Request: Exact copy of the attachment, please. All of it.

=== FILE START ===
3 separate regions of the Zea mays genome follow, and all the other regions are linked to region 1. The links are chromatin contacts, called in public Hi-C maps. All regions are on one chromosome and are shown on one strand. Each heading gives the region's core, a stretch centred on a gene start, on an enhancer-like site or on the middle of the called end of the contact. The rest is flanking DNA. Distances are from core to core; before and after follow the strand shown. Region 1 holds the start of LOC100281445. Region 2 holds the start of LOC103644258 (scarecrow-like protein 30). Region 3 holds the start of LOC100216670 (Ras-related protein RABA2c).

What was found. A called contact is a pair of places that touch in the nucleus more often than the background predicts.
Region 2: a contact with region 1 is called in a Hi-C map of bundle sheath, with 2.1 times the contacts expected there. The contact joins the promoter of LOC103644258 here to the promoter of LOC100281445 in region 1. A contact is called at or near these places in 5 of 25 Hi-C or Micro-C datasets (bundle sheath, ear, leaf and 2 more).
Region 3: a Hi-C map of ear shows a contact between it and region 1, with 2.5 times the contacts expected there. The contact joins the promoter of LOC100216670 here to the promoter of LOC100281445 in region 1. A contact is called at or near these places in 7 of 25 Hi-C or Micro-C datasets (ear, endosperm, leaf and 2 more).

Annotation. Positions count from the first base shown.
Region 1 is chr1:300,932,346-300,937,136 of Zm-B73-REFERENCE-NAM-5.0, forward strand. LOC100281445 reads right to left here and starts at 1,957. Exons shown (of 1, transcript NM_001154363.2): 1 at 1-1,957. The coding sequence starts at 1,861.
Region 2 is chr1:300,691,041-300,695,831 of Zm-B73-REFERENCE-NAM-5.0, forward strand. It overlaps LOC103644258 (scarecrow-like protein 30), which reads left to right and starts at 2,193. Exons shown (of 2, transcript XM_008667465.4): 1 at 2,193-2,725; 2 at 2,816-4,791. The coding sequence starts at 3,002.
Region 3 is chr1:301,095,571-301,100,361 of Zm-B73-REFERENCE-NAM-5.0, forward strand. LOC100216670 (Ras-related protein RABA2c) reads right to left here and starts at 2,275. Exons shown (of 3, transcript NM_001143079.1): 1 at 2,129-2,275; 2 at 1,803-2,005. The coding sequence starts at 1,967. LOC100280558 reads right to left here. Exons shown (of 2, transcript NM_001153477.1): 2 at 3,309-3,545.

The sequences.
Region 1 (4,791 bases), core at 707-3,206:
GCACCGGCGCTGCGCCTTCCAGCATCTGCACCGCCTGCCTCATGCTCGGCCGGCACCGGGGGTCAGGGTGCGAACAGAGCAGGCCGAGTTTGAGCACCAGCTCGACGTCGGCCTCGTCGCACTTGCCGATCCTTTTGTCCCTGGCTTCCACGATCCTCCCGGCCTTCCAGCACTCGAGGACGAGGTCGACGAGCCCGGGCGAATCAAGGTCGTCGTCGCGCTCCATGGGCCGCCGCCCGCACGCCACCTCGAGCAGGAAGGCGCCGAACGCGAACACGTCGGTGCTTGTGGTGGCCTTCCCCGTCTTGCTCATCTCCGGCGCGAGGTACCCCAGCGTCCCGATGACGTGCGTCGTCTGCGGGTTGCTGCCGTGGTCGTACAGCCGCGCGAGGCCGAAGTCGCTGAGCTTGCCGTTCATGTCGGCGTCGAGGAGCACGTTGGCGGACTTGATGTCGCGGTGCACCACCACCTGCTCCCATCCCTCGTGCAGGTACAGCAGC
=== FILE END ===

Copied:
3 separate regions of the Zea mays genome follow, and all the other regions are linked to region 1. The links are chromatin contacts, called in public Hi-C maps. All regions are on one chromosome and are shown on one strand. Each heading gives the region's core, a stretch centred on a gene start, on an enhancer-like site or on the middle of the called end of the contact. The rest is flanking DNA. Distances are from core to core; before and after follow the strand shown. Region 1 holds the start of LOC100281445. Region 2 holds the start of LOC103644258 (scarecrow-like protein 30). Region 3 holds the start of LOC100216670 (Ras-related protein RABA2c).

What was found. A called contact is a pair of places that touch in the nucleus more often than the background predicts.
Region 2: a contact with region 1 is called in a Hi-C map of bundle sheath, with 2.1 times the contacts expected there. The contact joins the promoter of LOC103644258 here to the promoter of LOC100281445 in region 1. A contact is called at or near these places in 5 of 25 Hi-C or Micro-C datasets (bundle sheath, ear, leaf and 2 more).
Region 3: a Hi-C map of ear shows a contact between it and region 1, with 2.5 times the contacts expected there. The contact joins the promoter of LOC100216670 here to the promoter of LOC100281445 in region 1. A contact is called at or near these places in 7 of 25 Hi-C or Micro-C datasets (ear, endosperm, leaf and 2 more).

Annotation. Positions count from the first base shown.
Region 1 is chr1:300,932,346-300,937,136 of Zm-B73-REFERENCE-NAM-5.0, forward strand. LOC100281445 reads right to left here and starts at 1,957. Exons shown (of 1, transcript NM_001154363.2): 1 at 1-1,957. The coding sequence starts at 1,861.
Region 2 is chr1:300,691,041-300,695,831 of Zm-B73-REFERENCE-NAM-5.0, forward strand. It overlaps LOC103644258 (scarecrow-like protein 30), which reads left to right and starts at 2,193. Exons shown (of 2, transcript XM_008667465.4): 1 at 2,193-2,725; 2 at 2,816-4,791. The coding sequence starts at 3,002.
Region 3 is chr1:301,095,571-301,100,361 of Zm-B73-REFERENCE-NAM-5.0, forward strand. LOC100216670 (Ras-related protein RABA2c) reads right to left here and starts at 2,275. Exons shown (of 3, transcript NM_001143079.1): 1 at 2,129-2,275; 2 at 1,803-2,005. The coding sequence starts at 1,967. LOC100280558 reads right to left here. Exons shown (of 2, transcript NM_001153477.1): 2 at 3,309-3,545.

The sequences.
Region 1 (4,791 bases), core at 707-3,206:
GCACCGGCGCTGCGCCTTCCAGCATCTGCACCGCCTGCCTCATGCTCGGCCGGCACCGGGGGTCAGGGTGCGAACAGAGCAGGCCGAGTTTGAGCACCAGCTCGACGTCGGCCTCGTCGCACTTGCCGATCCTTTTGTCCCTGGCTTCCACGATCCTCCCGGCCTTCCAGCACTCGAGGACGAGGTCGACGAGCCCGGGCGAATCAAGGTCGTCGTCGCGCTCCATGGGCCGCCGCCCGCACGCCACCTCGAGCAGGAAGGCGCCGAACGCGAACACGTCGGTGCTTGTGGTGGCCTTCCCCGTCTTGCTCATCTCCGGCGCGAGGTACCCCAGCGTCCCGATGACGTGCGTCGTCTGCGGGTTGCTGCCGTGGTCGTACAGCCGCGCGAGGCCGAAGTCGCTGAGCTTGCCGTTCATGTCGGCGTCGAGGAGCACGTTGGCGGACTTGATGTCGCGGTGCACCACCACCTGCTCCCATCCCTCGTGCAGGTACAGCAGC